The Doors of Intellection
23 February 2009
“If the doors of perception were cleansed every thing would appear to man as it is, infinite. For man has closed himself up, till he sees all things through narrow chinks of his cavern.”
William Blake, The Marriage of Heaven and Hell
William Blake is the source of the famous phrase “the doors of perception” — it is from his wonderfully Faustian The Marriage of Heaven and Hell — though most readers will connect the phrase to the novel by Huxley. Huxley, of course, took his title from Blake. Since in yesterday’s Algorithms of Ecstasy I mentioned religious experiences induced, at least in part, by chemical means, it is appropriate to mention in this connection Huxley’s drug-addled visions of “Love as the primary and fundamental cosmic fact” (in a letter to Humphry Osmond). Huxley represents a dead end in the scientific pursuit of the absolute; Huxley represents science that has lost its objectivity and has ceased to operate according to methodological naturalism, and therefore ceased to be science.
What Blake has observed about the doors of perception holds good also for the doors of intellection: if the doors of intellection were cleansed every thing would appear to man as it is, infinite. For man has closed himself up, till he understands all things through narrow chinks of his cavern.
I have just finished listening to Richard Dawkins’ The God Delusion on CD. From a philosophical perspective, the book is highly problematic, but Dawkins is quite explicitly coming from a scientific perspective, and he knows it. He often has difficulty concealing his contempt for philosophical argumentation, and this makes the book problematic as he takes on many paradigmatically philosophical questions and does so from a scientific standpoint. Thus much of the book is at cross purposes with its intended subject matter.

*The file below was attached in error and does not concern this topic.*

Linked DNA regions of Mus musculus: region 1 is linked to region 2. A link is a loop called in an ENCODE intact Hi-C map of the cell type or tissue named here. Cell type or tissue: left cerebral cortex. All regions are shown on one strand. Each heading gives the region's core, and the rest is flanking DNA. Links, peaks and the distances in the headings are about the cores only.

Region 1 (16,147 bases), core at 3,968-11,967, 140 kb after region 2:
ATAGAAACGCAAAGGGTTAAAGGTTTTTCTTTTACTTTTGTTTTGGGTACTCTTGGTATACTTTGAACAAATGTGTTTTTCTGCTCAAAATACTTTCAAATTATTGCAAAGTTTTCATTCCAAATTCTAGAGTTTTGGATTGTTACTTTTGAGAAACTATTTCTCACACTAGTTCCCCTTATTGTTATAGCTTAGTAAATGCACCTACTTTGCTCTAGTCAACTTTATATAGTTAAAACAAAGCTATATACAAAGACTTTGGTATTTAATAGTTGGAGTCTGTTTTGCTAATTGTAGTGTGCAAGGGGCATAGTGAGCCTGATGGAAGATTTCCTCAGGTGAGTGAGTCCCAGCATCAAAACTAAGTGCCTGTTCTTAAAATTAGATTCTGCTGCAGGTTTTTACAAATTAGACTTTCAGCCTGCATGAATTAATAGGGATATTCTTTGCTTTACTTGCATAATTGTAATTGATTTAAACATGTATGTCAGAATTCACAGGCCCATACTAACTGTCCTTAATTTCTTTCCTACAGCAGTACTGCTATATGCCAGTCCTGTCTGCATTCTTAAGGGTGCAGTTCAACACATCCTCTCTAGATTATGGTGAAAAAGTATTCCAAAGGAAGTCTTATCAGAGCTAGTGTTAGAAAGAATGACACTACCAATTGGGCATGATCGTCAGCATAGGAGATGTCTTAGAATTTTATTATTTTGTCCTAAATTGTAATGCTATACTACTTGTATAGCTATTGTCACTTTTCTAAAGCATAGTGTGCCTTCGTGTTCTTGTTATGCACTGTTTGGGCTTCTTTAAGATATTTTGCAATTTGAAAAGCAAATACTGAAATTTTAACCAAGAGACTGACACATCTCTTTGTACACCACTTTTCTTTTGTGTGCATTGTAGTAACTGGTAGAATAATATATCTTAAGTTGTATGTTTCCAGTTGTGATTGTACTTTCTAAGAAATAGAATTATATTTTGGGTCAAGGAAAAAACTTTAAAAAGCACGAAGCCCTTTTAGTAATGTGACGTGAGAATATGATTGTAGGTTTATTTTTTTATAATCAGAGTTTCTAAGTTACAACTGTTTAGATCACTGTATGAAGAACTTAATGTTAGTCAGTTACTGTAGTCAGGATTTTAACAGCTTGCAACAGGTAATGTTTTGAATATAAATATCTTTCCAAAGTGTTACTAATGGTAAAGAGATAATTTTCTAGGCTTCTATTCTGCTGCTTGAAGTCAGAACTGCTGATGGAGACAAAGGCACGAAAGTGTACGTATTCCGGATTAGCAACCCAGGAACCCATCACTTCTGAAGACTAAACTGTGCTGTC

I mention Dawkins not to criticize him, however — many others have already done so, and I genuinely enjoyed the book — but to take up some of the themes with which he closes. The book has a fine peroration, and I was pleased with this as many authors on such subjects don’t bother to craft a good closing so that the book just lurches to a halt without any sense of climax and resolution. Dawkins delivers nicely on this score.
In the last few pages Dawkins introduces a number of notions, among them the Middle World and the motif of our sense perception being like the slit of light admitted by a burka. The Middle World is the familiar world of things not too large (like the objects of cosmology), not too small (like the objects of quantum mechanics), and not too fast (like objects approaching the speed of light), so that they obey the familiar laws that seem to hold for the greater part of things of our experience.
The final sentences of Dawkins’ book thus proclaim, “Could we, by training and practice, tear off our black burka, and achieve some kind of intuitive — as well as just mathematical — understanding of the very small, the very large, and the very fast? I genuinely don’t know the answer, but I am thrilled to be alive at a time when humanity is pushing against the limits of understanding. Even better, we may eventually discover that there are no limits.”
Dawkins is here suggesting the equivalent for physical science of opening the doors of intellection, as well as the doors of perception. Prior to this passage the motif of the burka is used to emphasize the narrow range of phenomena to which our senses give us access, and he rightly generalizes to the possibility of understanding that similarly throws off the limits imposed by the anthropocentric origins of our ideas about the world.